Hydrogenated Oil Health Effects
Hydrogenation adds double bonds to normally unsaturated fats, such as vegetable oils. Fully hydrogenating an oil, creating double bonds between all of the molecules in the carbon chain, turns it into a saturated fat. More commonly, oils are partially hydrogenated, creating a majority of double bonds in the fat. These partially hydrogenated oils, also known as trans fats, are more stable, spoil less easily and are solid at room temperature, but they also come with significant health effects. They are commonly used for frying, in processed foods and as margarine.
High Cholesterol and Triglycerides.
Trans fats, or partially hydrogenated oils, raise LDL cholesterol, commonly referred to as "bad" cholesterol. High LDL levels allow cholesterol to build up along the walls of arteries, creating plaques. In addition, these oils lower "good" cholesterol, or HDL, levels. Since HDL works to transport cholesterol back to the liver for processing, low levels inhibit the proper processing of cholesterol. Another effect of hydrogenated oils is to raise triglycerides, another type of lipid that can contribute to artheriosclerosis, in the bloodstream.
Partially hydrogenated oils raise the risk of heart disease and mortality from heart disease. According to the Harvard School of Public Health, the risk of cardiovascular disease rises 23 percent for every 2 percent increase in calories from trans fats consumed every day. Cardiovascular disease can lead to heart attack and stroke.
Consumption of high levels of partially hydrogenated oils can increase inflammation in the body. In addition, they also can inhibit the enzymes necessary for reducing inflammation, compounding the effect. Inflammation within the blood vessels can trigger the buildup of plaque and damage blood vessel walls.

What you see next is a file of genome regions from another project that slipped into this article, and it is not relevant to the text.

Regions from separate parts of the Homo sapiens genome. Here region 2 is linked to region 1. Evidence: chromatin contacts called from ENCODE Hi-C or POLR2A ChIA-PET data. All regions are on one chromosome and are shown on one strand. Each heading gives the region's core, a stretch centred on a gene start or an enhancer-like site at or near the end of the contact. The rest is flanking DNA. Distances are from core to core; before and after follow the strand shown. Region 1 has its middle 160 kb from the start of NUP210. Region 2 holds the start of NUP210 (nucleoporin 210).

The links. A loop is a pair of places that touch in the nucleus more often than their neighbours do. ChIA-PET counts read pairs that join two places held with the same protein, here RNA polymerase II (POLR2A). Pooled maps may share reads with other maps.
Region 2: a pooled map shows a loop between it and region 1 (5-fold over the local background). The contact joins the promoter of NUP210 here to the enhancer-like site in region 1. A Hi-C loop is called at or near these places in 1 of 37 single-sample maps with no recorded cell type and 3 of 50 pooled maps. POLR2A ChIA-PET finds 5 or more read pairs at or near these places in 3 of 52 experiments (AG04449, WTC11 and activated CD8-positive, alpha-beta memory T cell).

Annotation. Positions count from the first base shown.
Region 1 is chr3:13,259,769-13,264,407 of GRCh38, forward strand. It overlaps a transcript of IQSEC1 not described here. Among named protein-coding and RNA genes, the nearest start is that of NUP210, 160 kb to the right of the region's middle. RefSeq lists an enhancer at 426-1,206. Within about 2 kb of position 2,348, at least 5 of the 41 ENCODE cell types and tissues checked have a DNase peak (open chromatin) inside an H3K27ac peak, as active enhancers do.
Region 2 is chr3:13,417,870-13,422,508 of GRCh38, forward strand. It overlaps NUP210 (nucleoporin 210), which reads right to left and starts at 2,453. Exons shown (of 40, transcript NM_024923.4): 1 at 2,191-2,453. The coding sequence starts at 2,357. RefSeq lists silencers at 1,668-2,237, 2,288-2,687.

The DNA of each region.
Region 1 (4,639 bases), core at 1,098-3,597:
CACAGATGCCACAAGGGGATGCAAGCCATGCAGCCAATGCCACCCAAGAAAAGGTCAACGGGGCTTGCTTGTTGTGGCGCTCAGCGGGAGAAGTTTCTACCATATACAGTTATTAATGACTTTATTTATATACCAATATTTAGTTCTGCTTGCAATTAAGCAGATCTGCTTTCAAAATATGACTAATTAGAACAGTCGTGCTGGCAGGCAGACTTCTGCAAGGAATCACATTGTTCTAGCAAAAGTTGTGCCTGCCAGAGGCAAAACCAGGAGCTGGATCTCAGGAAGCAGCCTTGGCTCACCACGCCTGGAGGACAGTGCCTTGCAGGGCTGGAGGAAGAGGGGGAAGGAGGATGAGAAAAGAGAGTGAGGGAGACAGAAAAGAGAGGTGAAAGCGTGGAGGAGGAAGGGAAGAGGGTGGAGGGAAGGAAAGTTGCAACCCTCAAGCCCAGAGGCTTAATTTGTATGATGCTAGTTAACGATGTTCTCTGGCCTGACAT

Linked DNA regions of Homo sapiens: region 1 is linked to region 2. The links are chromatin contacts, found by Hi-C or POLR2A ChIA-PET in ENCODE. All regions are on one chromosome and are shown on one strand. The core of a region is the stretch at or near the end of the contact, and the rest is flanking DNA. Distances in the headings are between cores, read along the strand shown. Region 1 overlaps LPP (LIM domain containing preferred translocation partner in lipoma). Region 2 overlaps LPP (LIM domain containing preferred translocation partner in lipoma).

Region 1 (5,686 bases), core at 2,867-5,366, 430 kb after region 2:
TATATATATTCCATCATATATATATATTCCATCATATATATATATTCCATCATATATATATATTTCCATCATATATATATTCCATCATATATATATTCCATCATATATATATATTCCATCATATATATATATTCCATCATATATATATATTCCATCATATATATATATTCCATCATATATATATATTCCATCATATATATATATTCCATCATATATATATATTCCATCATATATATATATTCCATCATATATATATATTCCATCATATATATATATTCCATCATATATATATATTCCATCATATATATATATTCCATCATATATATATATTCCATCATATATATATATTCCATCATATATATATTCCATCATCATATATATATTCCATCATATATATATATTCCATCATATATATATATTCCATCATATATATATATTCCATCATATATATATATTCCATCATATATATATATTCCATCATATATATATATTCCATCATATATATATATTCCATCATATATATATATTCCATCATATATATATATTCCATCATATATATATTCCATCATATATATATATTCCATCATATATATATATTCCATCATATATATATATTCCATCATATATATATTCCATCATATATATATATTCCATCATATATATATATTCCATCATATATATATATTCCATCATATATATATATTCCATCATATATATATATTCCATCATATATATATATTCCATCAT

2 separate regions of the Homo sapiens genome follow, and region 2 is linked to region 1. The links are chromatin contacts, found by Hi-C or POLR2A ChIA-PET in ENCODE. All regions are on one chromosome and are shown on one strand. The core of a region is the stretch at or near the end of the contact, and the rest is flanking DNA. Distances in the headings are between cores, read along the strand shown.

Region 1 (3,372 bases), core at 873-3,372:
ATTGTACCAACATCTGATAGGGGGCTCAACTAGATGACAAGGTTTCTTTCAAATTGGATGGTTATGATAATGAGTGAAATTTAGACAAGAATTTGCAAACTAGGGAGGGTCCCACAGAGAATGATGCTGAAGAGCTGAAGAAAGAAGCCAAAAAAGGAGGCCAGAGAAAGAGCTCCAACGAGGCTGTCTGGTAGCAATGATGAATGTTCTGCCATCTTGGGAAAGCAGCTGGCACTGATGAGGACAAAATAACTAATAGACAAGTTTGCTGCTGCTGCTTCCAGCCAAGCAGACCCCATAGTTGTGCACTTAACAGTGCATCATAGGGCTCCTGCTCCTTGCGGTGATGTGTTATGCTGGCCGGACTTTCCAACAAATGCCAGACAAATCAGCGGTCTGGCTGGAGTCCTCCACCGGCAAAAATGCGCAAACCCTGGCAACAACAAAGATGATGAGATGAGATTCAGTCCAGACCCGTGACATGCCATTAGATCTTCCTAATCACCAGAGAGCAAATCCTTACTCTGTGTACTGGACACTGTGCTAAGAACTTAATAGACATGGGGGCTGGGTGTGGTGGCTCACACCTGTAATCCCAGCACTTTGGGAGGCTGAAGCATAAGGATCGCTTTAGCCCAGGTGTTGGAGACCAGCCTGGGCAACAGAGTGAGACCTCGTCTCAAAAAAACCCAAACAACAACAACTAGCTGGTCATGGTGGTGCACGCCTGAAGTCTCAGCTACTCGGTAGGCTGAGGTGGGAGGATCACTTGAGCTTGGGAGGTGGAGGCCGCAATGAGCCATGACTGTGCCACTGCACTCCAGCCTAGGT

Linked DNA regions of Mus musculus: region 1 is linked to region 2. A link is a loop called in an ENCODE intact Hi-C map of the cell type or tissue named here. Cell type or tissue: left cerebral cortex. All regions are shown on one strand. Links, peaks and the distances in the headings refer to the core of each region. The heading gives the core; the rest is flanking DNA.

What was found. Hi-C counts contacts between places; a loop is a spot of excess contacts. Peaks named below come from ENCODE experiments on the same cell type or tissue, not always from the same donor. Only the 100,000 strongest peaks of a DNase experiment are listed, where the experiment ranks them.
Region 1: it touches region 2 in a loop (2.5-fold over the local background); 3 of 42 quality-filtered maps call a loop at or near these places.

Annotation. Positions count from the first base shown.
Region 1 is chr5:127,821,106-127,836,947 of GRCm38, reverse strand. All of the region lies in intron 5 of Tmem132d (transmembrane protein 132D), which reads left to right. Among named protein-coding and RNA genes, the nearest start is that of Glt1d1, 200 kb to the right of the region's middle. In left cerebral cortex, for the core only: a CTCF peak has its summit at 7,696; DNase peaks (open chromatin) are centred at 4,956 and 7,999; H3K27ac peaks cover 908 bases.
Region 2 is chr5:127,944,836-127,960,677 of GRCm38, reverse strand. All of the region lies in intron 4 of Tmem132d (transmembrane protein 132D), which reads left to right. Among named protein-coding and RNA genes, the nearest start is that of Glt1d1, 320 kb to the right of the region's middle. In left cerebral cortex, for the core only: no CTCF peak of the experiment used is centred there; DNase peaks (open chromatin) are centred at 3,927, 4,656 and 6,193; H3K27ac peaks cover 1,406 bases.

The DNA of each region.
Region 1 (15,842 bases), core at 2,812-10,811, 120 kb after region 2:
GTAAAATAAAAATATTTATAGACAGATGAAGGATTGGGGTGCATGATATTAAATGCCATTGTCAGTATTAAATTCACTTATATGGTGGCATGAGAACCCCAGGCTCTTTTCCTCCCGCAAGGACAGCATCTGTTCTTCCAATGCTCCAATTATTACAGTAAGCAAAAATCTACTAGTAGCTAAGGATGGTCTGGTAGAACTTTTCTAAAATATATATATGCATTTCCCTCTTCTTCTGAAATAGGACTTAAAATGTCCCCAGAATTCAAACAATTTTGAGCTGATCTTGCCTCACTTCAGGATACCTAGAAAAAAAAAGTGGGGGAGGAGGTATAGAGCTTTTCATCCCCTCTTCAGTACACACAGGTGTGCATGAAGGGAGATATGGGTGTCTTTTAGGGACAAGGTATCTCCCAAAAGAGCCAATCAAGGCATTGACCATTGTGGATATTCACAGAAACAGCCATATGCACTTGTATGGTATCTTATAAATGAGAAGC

Fats are important for brain development and trans fats can crowd out the healthier essential fatty acids that the brain needs. In particular, the more hydrogenated oils a person consumes, the less DHA, a type of omega-3 fatty acid, is incorporated into neuronal cell membranes, explains the Franklin Institute. Limiting trans fats during pregnancy and breastfeeding is especially important to avoid having these fats replace DHA in the baby's developing brain. DHA may be necessary not only for the development of the fetal and infant brain, but also for preventing neurological disorders such as Alzheimer's disease and mental illnesses.
People who eat a diet high in partially hydrogenated oils can develop an insulin sensitivity, especially if they are already prediabetic or at risk for diabetes. Insulin modulates the levels of blood glucose and a sensitivity can disrupt this process. When insulin resistance develops, the individual may not only develop diabetes, but may also have an increased risk of obesity.